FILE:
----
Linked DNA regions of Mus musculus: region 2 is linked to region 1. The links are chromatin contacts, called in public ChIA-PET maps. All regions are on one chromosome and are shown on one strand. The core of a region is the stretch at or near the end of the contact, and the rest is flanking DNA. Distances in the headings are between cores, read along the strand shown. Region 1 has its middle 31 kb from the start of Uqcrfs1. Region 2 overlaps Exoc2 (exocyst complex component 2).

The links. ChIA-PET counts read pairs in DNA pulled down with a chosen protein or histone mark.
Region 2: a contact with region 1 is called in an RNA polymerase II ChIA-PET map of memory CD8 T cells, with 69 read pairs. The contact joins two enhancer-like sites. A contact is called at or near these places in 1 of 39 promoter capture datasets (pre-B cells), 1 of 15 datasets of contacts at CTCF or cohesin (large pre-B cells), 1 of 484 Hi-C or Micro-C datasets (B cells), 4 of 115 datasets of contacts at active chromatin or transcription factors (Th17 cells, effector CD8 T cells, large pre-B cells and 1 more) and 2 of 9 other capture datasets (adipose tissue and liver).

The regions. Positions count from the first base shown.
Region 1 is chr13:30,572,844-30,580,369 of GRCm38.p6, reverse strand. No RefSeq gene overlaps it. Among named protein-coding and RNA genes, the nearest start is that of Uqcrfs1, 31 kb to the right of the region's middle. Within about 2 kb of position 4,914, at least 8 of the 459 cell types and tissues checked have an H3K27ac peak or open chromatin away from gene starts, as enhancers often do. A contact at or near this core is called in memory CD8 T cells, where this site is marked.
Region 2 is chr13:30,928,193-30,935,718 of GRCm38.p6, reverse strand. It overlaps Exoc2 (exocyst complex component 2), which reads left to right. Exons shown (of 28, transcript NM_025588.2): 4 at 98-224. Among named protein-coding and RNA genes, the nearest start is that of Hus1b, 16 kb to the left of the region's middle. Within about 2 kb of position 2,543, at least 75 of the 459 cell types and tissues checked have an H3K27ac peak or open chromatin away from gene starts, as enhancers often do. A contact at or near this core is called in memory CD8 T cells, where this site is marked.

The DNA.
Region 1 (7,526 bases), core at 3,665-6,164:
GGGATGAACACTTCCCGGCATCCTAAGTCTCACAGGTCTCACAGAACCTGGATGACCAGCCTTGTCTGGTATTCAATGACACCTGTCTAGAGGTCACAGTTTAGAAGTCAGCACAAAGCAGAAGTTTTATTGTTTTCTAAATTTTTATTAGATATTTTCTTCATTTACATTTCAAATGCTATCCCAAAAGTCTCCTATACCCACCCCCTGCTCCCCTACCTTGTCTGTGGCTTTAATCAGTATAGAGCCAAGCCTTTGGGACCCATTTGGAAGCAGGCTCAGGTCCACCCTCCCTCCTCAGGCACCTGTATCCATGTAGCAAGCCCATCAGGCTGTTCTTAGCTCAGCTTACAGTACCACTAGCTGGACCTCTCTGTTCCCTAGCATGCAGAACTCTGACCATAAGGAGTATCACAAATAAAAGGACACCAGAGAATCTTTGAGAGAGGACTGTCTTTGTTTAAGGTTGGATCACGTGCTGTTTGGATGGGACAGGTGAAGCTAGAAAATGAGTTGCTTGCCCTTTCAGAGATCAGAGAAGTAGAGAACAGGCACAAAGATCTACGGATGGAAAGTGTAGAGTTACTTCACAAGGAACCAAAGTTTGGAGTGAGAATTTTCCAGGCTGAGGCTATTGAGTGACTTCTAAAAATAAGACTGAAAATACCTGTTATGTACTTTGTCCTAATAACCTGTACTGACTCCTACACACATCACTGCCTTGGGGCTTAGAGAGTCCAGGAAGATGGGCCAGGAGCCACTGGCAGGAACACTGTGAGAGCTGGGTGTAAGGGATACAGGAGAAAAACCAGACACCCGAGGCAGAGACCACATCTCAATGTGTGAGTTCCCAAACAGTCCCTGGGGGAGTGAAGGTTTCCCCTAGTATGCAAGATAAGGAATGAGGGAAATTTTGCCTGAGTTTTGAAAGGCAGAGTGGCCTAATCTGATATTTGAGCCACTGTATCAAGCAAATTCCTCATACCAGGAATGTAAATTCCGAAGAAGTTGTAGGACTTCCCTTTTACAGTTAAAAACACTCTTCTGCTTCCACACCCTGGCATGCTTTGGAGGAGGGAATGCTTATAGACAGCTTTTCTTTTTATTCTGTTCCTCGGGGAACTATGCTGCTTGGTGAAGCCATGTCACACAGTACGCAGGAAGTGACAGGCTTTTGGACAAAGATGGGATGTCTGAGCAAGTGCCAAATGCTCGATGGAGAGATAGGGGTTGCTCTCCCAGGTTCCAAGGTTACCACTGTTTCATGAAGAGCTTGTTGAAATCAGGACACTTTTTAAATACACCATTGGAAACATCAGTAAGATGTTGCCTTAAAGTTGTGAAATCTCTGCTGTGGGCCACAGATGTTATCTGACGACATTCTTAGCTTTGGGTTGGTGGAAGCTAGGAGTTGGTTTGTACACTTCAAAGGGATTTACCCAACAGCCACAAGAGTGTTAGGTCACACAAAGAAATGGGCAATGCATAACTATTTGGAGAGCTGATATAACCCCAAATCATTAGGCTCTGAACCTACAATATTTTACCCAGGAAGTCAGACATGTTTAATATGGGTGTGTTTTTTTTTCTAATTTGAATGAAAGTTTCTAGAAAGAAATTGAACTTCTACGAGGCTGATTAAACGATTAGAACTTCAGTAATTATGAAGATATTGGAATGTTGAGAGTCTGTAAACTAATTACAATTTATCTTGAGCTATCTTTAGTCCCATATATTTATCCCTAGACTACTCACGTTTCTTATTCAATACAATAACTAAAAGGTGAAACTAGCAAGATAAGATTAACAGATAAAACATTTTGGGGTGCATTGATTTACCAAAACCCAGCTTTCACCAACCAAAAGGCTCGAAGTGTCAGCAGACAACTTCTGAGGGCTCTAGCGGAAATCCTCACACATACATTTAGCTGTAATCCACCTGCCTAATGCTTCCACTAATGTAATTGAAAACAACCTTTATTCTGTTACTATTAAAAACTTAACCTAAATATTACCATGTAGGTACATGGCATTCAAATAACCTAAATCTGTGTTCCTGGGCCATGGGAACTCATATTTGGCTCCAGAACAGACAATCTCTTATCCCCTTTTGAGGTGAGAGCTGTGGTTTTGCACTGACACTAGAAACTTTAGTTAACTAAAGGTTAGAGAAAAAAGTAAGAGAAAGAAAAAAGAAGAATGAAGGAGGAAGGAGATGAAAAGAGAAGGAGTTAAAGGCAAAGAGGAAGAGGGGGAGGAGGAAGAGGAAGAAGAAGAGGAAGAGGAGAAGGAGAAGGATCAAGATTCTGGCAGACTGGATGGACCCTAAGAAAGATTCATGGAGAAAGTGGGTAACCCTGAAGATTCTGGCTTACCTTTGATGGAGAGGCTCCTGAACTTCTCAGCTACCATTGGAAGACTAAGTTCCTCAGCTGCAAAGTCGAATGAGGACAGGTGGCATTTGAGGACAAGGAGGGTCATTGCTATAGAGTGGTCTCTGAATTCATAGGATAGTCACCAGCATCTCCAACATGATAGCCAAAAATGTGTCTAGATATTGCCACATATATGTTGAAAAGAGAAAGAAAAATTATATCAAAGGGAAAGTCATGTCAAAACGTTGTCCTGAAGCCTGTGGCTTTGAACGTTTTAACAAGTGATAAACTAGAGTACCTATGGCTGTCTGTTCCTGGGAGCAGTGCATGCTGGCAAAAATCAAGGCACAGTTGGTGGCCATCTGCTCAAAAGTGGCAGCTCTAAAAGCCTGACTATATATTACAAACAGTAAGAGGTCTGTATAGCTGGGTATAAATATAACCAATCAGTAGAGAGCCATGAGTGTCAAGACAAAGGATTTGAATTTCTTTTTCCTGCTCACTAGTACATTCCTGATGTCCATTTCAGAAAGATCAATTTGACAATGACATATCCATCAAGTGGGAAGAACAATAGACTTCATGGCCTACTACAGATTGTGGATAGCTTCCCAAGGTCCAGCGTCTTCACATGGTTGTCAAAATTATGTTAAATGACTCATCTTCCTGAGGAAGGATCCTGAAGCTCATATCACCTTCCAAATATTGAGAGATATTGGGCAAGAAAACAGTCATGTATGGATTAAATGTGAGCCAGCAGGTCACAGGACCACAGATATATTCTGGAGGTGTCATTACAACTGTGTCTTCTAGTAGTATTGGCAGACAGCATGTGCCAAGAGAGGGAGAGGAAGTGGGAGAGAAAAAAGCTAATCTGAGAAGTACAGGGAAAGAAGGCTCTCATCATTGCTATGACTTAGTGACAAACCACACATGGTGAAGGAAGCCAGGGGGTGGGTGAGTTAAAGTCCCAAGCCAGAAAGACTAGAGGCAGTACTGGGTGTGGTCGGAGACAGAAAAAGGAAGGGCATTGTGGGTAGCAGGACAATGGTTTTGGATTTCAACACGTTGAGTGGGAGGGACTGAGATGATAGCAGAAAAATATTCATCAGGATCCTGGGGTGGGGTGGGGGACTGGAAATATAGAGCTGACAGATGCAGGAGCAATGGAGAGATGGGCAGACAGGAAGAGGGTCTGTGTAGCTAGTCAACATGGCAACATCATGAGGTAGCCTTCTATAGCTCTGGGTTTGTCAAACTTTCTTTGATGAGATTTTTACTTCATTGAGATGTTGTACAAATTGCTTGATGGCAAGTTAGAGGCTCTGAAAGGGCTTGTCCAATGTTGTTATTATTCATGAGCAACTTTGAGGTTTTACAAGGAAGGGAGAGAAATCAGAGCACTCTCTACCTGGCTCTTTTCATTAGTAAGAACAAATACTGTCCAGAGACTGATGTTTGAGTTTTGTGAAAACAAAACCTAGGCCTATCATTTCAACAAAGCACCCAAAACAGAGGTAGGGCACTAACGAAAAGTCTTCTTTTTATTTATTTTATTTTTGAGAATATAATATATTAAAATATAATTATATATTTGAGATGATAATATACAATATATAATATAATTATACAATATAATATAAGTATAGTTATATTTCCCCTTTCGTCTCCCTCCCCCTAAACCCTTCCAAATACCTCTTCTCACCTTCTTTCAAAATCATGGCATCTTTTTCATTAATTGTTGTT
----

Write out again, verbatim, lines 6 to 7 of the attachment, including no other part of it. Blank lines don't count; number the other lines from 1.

Region 2 is chr13:30,928,193-30,935,718 of GRCm38.p6, reverse strand. It overlaps Exoc2 (exocyst complex component 2), which reads left to right. Exons shown (of 28, transcript NM_025588.2): 4 at 98-224. Among named protein-coding and RNA genes, the nearest start is that of Hus1b, 16 kb to the left of the region's middle. Within about 2 kb of position 2,543, at least 75 of the 459 cell types and tissues checked have an H3K27ac peak or open chromatin away from gene starts, as enhancers often do. A contact at or near this core is called in memory CD8 T cells, where this site is marked.

The DNA.